Post written by Graham Barbour ’17 and Kara Kaufman ’19 to recount June 16, 2016:
As our week in Hinche drew to a close, we prepared to return to Port-au-Prince with a stop at the new Midwives for Haiti birthing center in Cabestor. As we crammed into the van for the final time, we could not help but feel a sense of nostalgia, knowing that at least for the seniors and Mr. Boland, we would most likely never return to Hinche, with its potholed roads bustling with life, and Clory, with its hills dotted with palms and flame trees, and the Midwives for Haiti porch which witnessed hours of late night card games played in mostly hushed tones.
Winding our way through the switchback mountain roads was at once a warming and saddening experience— as we recognized familiar towns and regions from the previous trips but at the same time were forced to accept that we’ll probably never see them again.
After a couple hours of driving, we arrived at the Carrie Wortham Birthing Center, a newly opened birthing center named in memory of Carrie Wortham, an American who dedicated her life to helping the underserved women of the Central Plateau; she worked for Midwives for Haiti in-country a few years ago and was a large presence during our first two visits in 2012 and 2013. As we toured the facility, we were astonished to learn that since its opening in November of 2015, the clinic has already helped to deliver 75 children. For deliveries that required special care, mothers were sent to the PIH/ZL/Haitian government hospital in Mirebalais. Even more surprising was that even after the child is born, the clinic continues to help care for the child until six months of age. Although it was sad that Carrie couldn’t see the completion of such an impactful facility, it was powerful to see the extent of the legacy she left in Haiti.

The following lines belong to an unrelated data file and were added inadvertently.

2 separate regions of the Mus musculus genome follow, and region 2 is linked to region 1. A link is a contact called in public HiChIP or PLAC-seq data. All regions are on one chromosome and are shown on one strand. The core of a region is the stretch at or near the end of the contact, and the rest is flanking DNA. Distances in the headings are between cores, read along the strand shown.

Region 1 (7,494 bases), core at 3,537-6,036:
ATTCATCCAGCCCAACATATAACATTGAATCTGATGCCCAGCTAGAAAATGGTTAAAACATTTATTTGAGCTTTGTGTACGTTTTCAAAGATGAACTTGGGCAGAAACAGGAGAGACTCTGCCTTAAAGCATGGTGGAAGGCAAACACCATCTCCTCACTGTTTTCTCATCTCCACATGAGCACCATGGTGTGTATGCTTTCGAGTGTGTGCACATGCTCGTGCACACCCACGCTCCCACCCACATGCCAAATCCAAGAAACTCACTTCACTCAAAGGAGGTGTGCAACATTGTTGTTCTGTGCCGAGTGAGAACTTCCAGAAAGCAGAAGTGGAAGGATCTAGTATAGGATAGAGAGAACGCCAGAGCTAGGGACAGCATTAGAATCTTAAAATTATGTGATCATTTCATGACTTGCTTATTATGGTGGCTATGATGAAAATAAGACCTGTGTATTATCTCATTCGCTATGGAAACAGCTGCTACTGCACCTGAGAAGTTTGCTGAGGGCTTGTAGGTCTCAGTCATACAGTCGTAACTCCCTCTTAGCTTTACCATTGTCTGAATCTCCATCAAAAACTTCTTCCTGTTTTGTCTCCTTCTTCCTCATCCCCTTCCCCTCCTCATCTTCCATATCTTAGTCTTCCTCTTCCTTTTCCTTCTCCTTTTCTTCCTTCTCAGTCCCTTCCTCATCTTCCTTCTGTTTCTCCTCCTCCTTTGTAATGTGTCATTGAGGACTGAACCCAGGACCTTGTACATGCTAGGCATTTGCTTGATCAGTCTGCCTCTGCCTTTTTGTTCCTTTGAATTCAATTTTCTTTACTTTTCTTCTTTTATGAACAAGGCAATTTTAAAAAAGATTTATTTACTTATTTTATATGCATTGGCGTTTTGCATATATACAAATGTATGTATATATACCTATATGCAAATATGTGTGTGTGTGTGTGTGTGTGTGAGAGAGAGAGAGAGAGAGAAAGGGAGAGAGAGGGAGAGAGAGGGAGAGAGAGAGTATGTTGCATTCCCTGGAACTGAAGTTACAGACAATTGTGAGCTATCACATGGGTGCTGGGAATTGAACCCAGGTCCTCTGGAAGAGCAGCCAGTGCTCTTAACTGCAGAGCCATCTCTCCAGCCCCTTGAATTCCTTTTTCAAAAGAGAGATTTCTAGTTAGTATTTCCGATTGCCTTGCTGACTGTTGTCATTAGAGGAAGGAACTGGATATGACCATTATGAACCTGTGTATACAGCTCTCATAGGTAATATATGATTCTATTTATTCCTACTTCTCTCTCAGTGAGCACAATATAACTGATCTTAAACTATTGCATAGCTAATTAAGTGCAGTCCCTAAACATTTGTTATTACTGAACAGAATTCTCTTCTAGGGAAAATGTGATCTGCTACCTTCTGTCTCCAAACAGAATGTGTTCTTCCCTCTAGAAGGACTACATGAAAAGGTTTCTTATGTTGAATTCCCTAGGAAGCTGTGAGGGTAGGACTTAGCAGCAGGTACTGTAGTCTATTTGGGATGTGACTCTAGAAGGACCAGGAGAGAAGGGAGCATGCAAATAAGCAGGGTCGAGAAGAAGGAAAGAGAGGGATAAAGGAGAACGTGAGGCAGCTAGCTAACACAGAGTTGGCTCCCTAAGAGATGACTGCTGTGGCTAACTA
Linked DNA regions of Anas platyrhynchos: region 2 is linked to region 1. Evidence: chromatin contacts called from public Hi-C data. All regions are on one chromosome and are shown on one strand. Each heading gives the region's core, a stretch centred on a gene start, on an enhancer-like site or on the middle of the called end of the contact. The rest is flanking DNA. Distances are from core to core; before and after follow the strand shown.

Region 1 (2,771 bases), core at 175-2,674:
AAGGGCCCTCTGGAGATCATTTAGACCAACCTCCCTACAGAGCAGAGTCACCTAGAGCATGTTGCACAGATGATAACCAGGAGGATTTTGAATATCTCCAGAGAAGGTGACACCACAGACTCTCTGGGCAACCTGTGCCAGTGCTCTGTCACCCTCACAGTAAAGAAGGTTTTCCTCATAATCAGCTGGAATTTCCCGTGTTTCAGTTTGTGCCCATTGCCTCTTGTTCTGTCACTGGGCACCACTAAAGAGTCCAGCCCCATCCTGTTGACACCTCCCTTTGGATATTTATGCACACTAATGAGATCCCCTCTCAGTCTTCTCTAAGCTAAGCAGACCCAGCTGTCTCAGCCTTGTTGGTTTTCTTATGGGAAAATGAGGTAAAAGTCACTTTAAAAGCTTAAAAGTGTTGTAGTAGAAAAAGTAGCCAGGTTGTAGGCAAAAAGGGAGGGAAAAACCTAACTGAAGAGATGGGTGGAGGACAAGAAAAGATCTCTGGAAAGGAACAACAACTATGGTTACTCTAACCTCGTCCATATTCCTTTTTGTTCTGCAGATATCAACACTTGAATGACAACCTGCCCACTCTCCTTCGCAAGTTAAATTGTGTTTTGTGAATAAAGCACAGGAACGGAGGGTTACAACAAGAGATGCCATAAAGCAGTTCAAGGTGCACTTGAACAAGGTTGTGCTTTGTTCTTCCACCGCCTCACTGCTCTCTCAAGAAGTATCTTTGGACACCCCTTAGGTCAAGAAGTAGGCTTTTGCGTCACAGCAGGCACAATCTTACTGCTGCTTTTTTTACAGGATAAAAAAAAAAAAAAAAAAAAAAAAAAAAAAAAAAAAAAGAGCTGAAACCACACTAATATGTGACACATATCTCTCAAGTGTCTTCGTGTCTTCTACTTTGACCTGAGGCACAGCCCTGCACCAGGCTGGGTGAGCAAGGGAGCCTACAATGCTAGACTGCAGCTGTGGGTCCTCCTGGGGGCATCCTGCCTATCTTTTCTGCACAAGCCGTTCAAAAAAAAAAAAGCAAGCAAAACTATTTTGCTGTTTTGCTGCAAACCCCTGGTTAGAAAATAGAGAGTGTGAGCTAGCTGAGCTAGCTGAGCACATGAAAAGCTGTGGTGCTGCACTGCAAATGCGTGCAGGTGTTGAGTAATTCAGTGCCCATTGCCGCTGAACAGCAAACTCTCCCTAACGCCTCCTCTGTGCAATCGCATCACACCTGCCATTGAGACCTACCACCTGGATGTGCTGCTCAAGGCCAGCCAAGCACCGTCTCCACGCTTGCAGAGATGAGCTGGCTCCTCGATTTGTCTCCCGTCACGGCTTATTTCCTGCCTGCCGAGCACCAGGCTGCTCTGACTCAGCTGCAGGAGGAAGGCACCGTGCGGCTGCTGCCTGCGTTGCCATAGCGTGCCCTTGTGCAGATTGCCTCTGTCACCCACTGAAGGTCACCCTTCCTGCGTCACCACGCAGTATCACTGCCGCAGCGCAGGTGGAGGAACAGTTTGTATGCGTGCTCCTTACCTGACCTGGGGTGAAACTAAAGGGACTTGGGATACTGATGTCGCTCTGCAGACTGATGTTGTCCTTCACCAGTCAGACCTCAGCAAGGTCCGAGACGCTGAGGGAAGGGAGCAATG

We devoured our delicious, traditional Haitian lunch at the birthing center while watching an adorable puppy and a tiny kitten play (both of which we were not able to play with; Mr. Boland’s order.). Having prepared ourselves mentally and physically for the cramped sauna that was our means of transportation, we piled into the van for another two hours until we reached the Operation Blessing, International house in Port-au-Prince where we had stayed at the first night of our trip. Relieved to stretch our limbs, most of us went straight to our rooms and took the naps of our lives. The rest of the evening was spent all together. Dinner consisted of chicken, salad, and rice with the familiar Haitian twist that we have all gotten to know and love over the last week. We also showed each other the pictures we had taken of other people sleeping during the four-hour car ride. The tired bunch all gathered on the dusty roof of the house, looking over the city of Port-au-Prince. That night, there was a certain and almost unexpected peace I felt. The city seemed so small, the problems so manageable, and the people so unbreakable. For the ‘17s, they reflected on the last three years in the program and previous trips. This is very likely their last glimpse of Haiti as a cohort; yet, for the ‘19s this is just the beginning. I reflected on everything I had seen and felt throughout the entire experience: shock, joy, grief, passion, and now this renewed sense of empowerment. I would like to show those who haved funded the projects such as Luci lights, biosand water filters, and clean cookstoves the impact they really do have. While it substantially improves the quality of life, seeing the positive mental impacts they have in-person was the game changer for me. Suddenly, it becomes more than just money and materials and distribution; it becomes bigger than any one person. Giving people hope for the future is the biggest takeaway I have from this trip. I am so grateful for this opportunity. I learned more about global health and myself than I ever imagined possible.